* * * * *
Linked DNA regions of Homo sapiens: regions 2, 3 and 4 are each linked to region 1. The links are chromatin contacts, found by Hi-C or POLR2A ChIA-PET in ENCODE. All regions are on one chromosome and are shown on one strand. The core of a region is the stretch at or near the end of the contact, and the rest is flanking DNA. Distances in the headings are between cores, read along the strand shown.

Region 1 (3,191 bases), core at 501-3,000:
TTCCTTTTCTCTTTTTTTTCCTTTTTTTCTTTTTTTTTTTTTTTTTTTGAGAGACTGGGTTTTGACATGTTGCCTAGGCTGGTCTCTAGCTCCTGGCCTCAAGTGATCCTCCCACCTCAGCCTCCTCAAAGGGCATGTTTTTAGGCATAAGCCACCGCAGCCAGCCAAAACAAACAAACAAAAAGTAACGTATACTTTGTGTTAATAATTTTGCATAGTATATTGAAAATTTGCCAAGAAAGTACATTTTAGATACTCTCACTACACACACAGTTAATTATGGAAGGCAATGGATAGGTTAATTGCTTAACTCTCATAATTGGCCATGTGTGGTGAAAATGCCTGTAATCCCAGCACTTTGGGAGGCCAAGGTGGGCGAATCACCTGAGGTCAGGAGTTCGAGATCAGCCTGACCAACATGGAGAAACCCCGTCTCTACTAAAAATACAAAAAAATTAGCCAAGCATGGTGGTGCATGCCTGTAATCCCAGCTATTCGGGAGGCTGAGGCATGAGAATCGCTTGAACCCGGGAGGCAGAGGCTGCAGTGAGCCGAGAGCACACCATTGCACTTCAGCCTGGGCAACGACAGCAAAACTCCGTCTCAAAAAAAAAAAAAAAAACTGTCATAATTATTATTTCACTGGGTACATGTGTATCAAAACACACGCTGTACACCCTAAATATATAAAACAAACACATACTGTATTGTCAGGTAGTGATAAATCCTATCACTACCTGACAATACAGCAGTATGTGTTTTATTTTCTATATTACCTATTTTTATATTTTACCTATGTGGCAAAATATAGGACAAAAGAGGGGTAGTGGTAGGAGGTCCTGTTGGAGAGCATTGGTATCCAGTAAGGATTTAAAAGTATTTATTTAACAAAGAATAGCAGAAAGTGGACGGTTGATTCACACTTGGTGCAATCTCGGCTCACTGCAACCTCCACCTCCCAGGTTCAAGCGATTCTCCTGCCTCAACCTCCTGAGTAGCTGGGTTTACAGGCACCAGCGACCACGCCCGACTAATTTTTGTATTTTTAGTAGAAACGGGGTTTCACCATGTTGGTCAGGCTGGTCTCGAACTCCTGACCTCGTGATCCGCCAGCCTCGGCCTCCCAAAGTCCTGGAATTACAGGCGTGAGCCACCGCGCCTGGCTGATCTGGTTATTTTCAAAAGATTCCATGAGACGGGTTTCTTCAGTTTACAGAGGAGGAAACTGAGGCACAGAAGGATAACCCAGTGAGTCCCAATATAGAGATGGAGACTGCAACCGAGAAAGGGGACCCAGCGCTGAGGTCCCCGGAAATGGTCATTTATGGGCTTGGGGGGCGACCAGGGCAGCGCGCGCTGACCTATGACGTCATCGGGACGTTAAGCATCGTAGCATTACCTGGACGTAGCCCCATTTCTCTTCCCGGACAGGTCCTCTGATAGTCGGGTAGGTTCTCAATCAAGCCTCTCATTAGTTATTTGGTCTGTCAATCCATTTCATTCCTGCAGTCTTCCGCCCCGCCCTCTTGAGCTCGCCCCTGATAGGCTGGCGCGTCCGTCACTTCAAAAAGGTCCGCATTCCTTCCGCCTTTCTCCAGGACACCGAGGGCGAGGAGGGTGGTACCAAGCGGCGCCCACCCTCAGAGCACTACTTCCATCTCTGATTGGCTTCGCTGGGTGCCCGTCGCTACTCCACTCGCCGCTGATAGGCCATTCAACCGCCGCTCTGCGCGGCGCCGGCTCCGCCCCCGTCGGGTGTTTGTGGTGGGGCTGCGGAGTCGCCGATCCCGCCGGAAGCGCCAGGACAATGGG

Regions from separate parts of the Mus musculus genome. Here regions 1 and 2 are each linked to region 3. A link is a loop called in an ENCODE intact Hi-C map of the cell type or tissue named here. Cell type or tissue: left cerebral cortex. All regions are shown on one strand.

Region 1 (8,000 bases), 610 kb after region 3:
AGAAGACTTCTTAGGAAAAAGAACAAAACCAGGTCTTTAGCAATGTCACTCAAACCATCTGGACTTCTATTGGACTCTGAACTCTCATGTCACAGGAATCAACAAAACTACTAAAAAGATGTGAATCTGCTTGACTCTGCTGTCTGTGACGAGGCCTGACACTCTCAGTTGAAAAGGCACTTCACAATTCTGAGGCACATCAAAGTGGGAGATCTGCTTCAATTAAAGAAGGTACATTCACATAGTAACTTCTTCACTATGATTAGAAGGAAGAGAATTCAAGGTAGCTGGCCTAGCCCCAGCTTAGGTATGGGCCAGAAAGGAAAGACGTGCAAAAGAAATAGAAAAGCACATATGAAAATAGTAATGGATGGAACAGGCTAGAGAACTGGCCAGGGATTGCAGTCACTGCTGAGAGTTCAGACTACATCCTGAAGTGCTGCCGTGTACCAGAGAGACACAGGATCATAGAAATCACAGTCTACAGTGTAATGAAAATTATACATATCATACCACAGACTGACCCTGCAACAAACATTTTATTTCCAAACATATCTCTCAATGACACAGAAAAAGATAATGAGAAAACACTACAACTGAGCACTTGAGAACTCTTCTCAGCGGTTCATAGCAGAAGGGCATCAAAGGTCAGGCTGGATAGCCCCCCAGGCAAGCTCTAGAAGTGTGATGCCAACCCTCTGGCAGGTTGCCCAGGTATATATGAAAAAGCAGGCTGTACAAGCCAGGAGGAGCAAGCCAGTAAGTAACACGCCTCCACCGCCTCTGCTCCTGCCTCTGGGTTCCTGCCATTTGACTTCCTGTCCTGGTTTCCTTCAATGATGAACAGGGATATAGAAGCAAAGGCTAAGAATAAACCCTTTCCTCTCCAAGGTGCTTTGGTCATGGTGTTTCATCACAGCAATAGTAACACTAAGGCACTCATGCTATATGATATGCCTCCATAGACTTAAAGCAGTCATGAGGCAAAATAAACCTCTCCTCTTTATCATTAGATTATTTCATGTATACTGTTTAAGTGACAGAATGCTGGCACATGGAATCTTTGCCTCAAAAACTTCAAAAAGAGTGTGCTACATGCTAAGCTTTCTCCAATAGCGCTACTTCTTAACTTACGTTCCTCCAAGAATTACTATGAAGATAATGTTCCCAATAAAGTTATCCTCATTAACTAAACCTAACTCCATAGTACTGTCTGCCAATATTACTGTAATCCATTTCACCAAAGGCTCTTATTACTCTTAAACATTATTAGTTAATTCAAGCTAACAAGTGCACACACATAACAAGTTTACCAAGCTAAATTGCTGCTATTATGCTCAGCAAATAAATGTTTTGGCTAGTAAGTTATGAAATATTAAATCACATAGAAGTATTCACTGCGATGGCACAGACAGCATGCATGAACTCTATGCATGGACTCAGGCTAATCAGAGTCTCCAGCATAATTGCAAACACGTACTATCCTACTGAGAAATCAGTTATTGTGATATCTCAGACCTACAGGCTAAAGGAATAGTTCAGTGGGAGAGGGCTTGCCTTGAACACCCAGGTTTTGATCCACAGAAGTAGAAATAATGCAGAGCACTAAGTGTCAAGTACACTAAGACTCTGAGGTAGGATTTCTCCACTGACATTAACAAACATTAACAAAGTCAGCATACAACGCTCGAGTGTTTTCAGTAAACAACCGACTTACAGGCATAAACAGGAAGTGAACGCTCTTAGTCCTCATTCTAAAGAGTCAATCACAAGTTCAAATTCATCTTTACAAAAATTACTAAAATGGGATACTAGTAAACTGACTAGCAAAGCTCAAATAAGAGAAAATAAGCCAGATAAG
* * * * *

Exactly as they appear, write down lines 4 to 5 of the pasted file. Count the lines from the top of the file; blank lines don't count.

Regions from separate parts of the Mus musculus genome. Here regions 1 and 2 are each linked to region 3. A link is a loop called in an ENCODE intact Hi-C map of the cell type or tissue named here. Cell type or tissue: left cerebral cortex. All regions are shown on one strand.

Region 1 (8,000 bases), 610 kb after region 3: